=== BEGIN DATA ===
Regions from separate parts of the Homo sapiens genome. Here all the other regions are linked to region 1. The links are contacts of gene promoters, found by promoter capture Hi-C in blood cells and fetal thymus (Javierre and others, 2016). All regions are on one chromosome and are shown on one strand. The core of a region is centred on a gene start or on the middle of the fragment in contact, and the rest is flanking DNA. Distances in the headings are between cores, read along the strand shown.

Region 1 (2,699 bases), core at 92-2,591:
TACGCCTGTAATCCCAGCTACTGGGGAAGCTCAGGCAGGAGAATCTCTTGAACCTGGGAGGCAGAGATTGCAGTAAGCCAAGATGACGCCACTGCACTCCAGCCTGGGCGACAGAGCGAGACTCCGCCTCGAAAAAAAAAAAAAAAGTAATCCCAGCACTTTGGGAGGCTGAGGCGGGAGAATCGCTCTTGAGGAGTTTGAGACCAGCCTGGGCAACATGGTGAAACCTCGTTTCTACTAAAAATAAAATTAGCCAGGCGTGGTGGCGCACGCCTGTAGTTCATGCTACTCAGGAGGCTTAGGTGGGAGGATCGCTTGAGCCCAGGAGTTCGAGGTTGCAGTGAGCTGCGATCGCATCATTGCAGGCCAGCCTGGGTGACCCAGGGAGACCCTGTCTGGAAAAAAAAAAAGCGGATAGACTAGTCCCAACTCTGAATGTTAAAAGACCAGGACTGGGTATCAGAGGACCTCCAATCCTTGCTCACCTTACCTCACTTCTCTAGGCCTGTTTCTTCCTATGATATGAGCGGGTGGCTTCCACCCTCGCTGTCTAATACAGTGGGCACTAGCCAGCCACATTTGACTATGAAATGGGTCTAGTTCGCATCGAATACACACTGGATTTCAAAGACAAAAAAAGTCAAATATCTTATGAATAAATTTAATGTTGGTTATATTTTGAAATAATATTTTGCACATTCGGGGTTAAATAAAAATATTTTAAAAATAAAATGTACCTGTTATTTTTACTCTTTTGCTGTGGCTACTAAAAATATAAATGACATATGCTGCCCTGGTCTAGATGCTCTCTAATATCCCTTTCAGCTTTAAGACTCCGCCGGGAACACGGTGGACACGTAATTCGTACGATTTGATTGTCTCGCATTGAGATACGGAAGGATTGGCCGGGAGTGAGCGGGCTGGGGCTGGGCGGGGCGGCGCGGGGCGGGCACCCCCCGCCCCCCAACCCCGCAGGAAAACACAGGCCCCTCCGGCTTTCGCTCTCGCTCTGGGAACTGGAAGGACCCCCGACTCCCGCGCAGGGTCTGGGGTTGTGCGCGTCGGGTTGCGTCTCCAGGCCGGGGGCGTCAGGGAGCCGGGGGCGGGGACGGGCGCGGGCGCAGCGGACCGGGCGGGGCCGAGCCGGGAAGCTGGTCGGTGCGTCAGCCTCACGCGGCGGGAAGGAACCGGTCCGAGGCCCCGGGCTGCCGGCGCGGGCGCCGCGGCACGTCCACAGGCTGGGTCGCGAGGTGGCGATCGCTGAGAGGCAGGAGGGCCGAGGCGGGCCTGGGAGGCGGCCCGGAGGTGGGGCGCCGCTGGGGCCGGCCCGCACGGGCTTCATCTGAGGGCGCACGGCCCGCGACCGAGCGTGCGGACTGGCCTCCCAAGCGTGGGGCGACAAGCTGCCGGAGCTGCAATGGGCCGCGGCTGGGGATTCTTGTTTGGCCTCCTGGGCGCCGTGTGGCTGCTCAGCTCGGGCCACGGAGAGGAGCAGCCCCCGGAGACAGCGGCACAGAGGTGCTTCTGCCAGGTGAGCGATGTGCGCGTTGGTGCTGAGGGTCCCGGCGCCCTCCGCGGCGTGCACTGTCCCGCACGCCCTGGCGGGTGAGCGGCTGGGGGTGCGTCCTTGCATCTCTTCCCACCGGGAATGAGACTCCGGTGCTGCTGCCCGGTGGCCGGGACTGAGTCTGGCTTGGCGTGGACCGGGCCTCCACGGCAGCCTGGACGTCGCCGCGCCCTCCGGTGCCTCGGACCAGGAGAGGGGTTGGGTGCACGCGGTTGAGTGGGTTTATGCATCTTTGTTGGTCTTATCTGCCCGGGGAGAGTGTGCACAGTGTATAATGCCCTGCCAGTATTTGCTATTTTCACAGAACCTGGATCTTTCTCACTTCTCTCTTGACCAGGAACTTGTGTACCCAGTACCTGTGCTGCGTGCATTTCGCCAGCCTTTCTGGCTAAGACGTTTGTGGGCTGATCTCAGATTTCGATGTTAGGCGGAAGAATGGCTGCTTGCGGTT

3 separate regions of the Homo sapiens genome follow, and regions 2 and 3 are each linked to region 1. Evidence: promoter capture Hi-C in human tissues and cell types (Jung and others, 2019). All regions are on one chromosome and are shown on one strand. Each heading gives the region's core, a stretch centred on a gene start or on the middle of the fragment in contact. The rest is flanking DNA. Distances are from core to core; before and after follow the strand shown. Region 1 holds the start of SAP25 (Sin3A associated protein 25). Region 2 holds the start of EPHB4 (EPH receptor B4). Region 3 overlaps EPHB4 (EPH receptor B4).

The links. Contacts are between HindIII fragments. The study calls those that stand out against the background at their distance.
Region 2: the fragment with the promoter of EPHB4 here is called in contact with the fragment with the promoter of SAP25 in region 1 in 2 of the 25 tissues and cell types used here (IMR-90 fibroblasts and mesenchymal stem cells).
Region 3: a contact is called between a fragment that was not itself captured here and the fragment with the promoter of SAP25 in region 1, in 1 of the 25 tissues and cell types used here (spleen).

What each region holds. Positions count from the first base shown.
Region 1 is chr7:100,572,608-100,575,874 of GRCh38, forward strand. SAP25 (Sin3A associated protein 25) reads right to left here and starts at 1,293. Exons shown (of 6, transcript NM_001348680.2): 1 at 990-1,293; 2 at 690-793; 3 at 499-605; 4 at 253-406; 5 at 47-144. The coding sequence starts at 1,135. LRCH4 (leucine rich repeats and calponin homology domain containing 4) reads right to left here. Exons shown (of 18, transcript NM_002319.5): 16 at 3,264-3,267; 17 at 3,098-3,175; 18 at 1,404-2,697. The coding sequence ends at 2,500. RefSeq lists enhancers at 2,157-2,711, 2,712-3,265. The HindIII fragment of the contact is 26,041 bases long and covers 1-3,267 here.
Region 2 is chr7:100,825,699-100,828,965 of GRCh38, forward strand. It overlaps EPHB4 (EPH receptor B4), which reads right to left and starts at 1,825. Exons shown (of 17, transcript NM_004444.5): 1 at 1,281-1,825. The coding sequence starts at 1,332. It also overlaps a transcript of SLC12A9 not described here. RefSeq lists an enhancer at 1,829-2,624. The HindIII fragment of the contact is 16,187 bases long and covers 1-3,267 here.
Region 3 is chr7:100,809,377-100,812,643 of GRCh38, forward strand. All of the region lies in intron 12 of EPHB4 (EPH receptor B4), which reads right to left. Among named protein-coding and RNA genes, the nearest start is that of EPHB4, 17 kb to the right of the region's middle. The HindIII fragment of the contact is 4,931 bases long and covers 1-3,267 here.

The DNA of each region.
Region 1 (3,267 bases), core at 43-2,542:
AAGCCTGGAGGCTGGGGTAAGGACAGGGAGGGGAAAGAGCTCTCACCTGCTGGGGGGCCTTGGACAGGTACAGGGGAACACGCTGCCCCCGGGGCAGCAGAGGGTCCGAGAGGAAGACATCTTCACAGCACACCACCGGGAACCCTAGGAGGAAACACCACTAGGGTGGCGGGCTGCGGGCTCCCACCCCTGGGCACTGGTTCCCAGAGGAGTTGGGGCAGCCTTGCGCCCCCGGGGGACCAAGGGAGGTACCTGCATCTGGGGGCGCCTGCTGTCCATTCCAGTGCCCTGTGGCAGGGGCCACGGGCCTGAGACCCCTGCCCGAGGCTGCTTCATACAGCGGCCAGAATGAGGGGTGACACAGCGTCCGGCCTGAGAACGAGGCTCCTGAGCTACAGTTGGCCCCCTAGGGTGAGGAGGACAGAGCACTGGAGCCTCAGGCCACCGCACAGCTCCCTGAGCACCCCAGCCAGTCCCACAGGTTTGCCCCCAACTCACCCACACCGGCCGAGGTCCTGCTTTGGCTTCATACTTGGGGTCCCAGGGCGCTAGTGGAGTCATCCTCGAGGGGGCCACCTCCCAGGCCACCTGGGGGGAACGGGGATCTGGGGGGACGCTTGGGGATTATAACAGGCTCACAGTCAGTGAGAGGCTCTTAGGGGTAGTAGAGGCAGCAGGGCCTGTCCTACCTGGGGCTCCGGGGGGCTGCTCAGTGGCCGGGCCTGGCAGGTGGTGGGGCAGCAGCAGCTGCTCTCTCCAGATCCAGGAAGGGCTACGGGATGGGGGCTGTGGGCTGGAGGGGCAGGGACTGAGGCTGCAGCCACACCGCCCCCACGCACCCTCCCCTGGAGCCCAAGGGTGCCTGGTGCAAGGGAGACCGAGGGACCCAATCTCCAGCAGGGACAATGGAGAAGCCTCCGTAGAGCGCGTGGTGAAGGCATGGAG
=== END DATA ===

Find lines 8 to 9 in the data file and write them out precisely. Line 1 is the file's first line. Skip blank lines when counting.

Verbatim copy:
What each region holds. Positions count from the first base shown.
Region 1 is chr7:100,572,608-100,575,874 of GRCh38, forward strand. SAP25 (Sin3A associated protein 25) reads right to left here and starts at 1,293. Exons shown (of 6, transcript NM_001348680.2): 1 at 990-1,293; 2 at 690-793; 3 at 499-605; 4 at 253-406; 5 at 47-144. The coding sequence starts at 1,135. LRCH4 (leucine rich repeats and calponin homology domain containing 4) reads right to left here. Exons shown (of 18, transcript NM_002319.5): 16 at 3,264-3,267; 17 at 3,098-3,175; 18 at 1,404-2,697. The coding sequence ends at 2,500. RefSeq lists enhancers at 2,157-2,711, 2,712-3,265. The HindIII fragment of the contact is 26,041 bases long and covers 1-3,267 here.